The Firemen’s Ball

    • Milos Forman
    • Czech Republic, Italy
    • 1967
    • 70 min
    • Top 10

    In this last film that Milos Forman made in Czechoslovakia, the country of his birth, the director takes a cheerful swipe at the notion that society can be held in check. This barrage of miscommunication, backstabbing and ineptitude was inspired by a time in Forman’s own life, when he and two fellow filmmakers secluded themselves in a village in Bohemia to work on a new film. Things weren’t going as well as they’d hoped, and after looking for some form of distraction they found themselves at the local volunteer firemen’s ball.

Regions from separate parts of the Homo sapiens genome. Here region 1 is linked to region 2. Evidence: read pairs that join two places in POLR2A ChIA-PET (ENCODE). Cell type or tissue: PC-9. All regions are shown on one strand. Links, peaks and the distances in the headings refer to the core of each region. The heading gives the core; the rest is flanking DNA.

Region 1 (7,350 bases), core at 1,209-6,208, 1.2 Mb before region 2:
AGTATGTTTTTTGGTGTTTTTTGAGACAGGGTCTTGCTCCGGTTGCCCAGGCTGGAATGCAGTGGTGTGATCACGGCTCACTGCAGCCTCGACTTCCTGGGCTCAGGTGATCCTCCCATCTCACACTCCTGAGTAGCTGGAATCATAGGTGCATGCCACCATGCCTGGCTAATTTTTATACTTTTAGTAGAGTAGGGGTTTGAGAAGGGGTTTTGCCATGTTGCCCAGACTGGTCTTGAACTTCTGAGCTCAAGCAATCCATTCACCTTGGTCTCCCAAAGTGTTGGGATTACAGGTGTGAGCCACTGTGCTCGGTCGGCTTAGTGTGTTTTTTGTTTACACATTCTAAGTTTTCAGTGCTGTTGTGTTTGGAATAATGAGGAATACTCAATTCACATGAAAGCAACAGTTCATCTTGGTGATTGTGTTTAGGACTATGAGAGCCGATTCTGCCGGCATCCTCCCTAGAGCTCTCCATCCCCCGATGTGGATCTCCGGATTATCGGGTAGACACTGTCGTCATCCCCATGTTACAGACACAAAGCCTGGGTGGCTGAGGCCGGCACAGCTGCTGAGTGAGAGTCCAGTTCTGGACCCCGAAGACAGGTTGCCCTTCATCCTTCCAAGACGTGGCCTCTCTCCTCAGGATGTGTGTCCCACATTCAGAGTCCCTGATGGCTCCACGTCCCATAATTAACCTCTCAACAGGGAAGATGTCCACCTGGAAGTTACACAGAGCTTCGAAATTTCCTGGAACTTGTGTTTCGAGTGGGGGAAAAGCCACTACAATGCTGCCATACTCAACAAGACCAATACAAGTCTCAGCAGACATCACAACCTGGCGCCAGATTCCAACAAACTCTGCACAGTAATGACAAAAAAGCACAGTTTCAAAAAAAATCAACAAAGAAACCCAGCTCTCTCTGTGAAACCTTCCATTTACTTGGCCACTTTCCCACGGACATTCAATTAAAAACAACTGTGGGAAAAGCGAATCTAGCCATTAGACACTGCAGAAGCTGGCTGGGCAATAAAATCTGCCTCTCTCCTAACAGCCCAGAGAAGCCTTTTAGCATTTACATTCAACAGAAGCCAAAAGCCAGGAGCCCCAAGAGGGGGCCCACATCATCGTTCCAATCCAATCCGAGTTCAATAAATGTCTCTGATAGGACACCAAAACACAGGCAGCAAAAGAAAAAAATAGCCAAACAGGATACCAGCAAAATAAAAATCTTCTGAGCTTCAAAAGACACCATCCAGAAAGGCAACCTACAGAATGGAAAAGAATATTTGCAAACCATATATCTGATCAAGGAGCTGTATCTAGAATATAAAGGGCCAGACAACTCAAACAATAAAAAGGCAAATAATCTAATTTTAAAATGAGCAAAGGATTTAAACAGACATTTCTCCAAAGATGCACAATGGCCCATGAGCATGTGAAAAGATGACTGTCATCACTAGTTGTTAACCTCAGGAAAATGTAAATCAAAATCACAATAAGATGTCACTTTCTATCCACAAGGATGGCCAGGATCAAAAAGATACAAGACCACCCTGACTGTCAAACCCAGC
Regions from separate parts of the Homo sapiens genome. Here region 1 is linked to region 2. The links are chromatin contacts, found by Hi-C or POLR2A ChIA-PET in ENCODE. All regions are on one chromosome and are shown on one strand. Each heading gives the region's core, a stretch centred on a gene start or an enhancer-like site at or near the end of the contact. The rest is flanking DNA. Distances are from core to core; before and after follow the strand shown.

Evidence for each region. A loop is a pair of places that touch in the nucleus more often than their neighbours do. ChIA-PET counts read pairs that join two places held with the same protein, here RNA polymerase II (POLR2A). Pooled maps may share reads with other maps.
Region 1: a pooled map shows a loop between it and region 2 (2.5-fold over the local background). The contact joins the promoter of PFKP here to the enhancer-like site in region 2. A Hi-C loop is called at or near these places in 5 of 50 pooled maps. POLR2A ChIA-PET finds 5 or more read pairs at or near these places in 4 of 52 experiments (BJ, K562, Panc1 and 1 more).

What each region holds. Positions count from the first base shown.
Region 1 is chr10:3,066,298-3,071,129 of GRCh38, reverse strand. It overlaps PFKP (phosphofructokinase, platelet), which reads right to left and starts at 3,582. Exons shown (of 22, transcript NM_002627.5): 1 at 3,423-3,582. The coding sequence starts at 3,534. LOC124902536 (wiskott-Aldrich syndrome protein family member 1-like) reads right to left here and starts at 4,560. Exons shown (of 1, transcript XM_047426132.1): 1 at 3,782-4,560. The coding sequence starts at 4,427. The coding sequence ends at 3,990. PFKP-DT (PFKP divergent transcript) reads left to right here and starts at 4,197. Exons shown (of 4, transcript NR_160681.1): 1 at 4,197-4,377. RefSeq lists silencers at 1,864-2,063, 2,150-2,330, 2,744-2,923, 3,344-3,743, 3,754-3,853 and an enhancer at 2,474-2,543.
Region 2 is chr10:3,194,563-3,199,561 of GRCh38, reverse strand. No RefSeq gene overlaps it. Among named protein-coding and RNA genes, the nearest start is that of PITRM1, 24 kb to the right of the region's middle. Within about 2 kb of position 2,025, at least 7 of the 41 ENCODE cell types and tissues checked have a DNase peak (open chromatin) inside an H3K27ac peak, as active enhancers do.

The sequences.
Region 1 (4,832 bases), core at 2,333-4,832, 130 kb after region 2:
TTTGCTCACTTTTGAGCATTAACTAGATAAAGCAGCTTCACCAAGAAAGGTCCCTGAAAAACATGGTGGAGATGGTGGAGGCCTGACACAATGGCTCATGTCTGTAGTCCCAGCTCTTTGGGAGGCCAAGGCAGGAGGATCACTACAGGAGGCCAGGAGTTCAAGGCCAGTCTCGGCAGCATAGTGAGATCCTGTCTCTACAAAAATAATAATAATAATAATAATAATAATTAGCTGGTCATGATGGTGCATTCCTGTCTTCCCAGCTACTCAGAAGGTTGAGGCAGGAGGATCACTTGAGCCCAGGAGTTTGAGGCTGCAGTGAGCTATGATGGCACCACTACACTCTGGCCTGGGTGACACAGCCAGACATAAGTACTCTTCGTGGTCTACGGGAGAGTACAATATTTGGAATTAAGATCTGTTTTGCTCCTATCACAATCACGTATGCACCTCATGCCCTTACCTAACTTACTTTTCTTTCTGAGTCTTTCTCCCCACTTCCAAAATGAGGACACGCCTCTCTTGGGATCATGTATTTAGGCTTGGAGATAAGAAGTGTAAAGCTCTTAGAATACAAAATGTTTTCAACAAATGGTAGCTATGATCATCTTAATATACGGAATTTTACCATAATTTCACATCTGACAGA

The succession of major and minor mishaps that they witnessed there was the inspiration for the satirical slapstick of The Firemen’s Ball. Shot in the same village with a cast of mostly local people, the film was a thorn in the side of the communist authorities (after the Prague Spring, the film was “banned forever”), but it was also Forman’s springboard to Hollywood.

     

    Credits

    • 70 min
    • color
    • DCP
    • Spoken languages: Czech
    • Subtitles in: English
    Director
    Milos Forman
    Production
    Rudolf Hájek for Filmové studio Barrandov, Carlo Ponti for Carlo Ponti
    Cinematography
    Miroslav Ondříček
    Editing
    Miroslav Hájek
    Sound Design
    Adolf Böhm

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